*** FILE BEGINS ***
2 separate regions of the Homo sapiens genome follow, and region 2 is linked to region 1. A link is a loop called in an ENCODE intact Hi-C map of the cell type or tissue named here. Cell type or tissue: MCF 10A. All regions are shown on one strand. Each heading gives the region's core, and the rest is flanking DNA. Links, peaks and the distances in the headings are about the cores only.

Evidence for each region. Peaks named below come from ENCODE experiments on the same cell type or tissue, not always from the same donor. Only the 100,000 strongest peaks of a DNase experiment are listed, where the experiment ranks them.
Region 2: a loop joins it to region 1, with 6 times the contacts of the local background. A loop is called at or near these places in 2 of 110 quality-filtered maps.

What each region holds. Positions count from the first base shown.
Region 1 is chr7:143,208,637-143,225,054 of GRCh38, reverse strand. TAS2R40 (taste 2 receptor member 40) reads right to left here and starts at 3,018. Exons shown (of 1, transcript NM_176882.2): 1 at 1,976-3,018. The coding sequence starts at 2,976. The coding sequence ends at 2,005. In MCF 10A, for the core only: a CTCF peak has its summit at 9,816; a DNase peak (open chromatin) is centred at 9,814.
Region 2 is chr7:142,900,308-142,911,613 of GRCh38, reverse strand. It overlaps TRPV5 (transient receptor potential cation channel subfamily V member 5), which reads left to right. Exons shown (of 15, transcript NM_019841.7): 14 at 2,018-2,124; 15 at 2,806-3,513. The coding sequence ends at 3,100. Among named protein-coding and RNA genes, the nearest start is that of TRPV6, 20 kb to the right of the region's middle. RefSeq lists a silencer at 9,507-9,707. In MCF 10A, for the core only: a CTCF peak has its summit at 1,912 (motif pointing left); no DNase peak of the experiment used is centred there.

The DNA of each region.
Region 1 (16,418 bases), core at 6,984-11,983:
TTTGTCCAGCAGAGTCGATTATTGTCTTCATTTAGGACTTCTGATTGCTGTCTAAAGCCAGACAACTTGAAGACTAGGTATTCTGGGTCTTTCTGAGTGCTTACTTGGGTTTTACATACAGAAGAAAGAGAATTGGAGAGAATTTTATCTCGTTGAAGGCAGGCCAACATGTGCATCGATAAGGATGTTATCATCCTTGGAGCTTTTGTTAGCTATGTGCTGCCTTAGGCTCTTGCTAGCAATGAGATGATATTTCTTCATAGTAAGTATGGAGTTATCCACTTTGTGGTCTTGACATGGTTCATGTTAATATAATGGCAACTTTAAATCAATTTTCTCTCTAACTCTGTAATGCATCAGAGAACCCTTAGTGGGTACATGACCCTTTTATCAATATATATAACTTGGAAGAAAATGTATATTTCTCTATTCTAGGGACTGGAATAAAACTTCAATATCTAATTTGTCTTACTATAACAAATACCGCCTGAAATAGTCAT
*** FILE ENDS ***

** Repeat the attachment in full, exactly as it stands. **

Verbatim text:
2 separate regions of the Homo sapiens genome follow, and region 2 is linked to region 1. A link is a loop called in an ENCODE intact Hi-C map of the cell type or tissue named here. Cell type or tissue: MCF 10A. All regions are shown on one strand. Each heading gives the region's core, and the rest is flanking DNA. Links, peaks and the distances in the headings are about the cores only.

Evidence for each region. Peaks named below come from ENCODE experiments on the same cell type or tissue, not always from the same donor. Only the 100,000 strongest peaks of a DNase experiment are listed, where the experiment ranks them.
Region 2: a loop joins it to region 1, with 6 times the contacts of the local background. A loop is called at or near these places in 2 of 110 quality-filtered maps.

What each region holds. Positions count from the first base shown.
Region 1 is chr7:143,208,637-143,225,054 of GRCh38, reverse strand. TAS2R40 (taste 2 receptor member 40) reads right to left here and starts at 3,018. Exons shown (of 1, transcript NM_176882.2): 1 at 1,976-3,018. The coding sequence starts at 2,976. The coding sequence ends at 2,005. In MCF 10A, for the core only: a CTCF peak has its summit at 9,816; a DNase peak (open chromatin) is centred at 9,814.
Region 2 is chr7:142,900,308-142,911,613 of GRCh38, reverse strand. It overlaps TRPV5 (transient receptor potential cation channel subfamily V member 5), which reads left to right. Exons shown (of 15, transcript NM_019841.7): 14 at 2,018-2,124; 15 at 2,806-3,513. The coding sequence ends at 3,100. Among named protein-coding and RNA genes, the nearest start is that of TRPV6, 20 kb to the right of the region's middle. RefSeq lists a silencer at 9,507-9,707. In MCF 10A, for the core only: a CTCF peak has its summit at 1,912 (motif pointing left); no DNase peak of the experiment used is centred there.

The DNA of each region.
Region 1 (16,418 bases), core at 6,984-11,983:
TTTGTCCAGCAGAGTCGATTATTGTCTTCATTTAGGACTTCTGATTGCTGTCTAAAGCCAGACAACTTGAAGACTAGGTATTCTGGGTCTTTCTGAGTGCTTACTTGGGTTTTACATACAGAAGAAAGAGAATTGGAGAGAATTTTATCTCGTTGAAGGCAGGCCAACATGTGCATCGATAAGGATGTTATCATCCTTGGAGCTTTTGTTAGCTATGTGCTGCCTTAGGCTCTTGCTAGCAATGAGATGATATTTCTTCATAGTAAGTATGGAGTTATCCACTTTGTGGTCTTGACATGGTTCATGTTAATATAATGGCAACTTTAAATCAATTTTCTCTCTAACTCTGTAATGCATCAGAGAACCCTTAGTGGGTACATGACCCTTTTATCAATATATATAACTTGGAAGAAAATGTATATTTCTCTATTCTAGGGACTGGAATAAAACTTCAATATCTAATTTGTCTTACTATAACAAATACCGCCTGAAATAGTCAT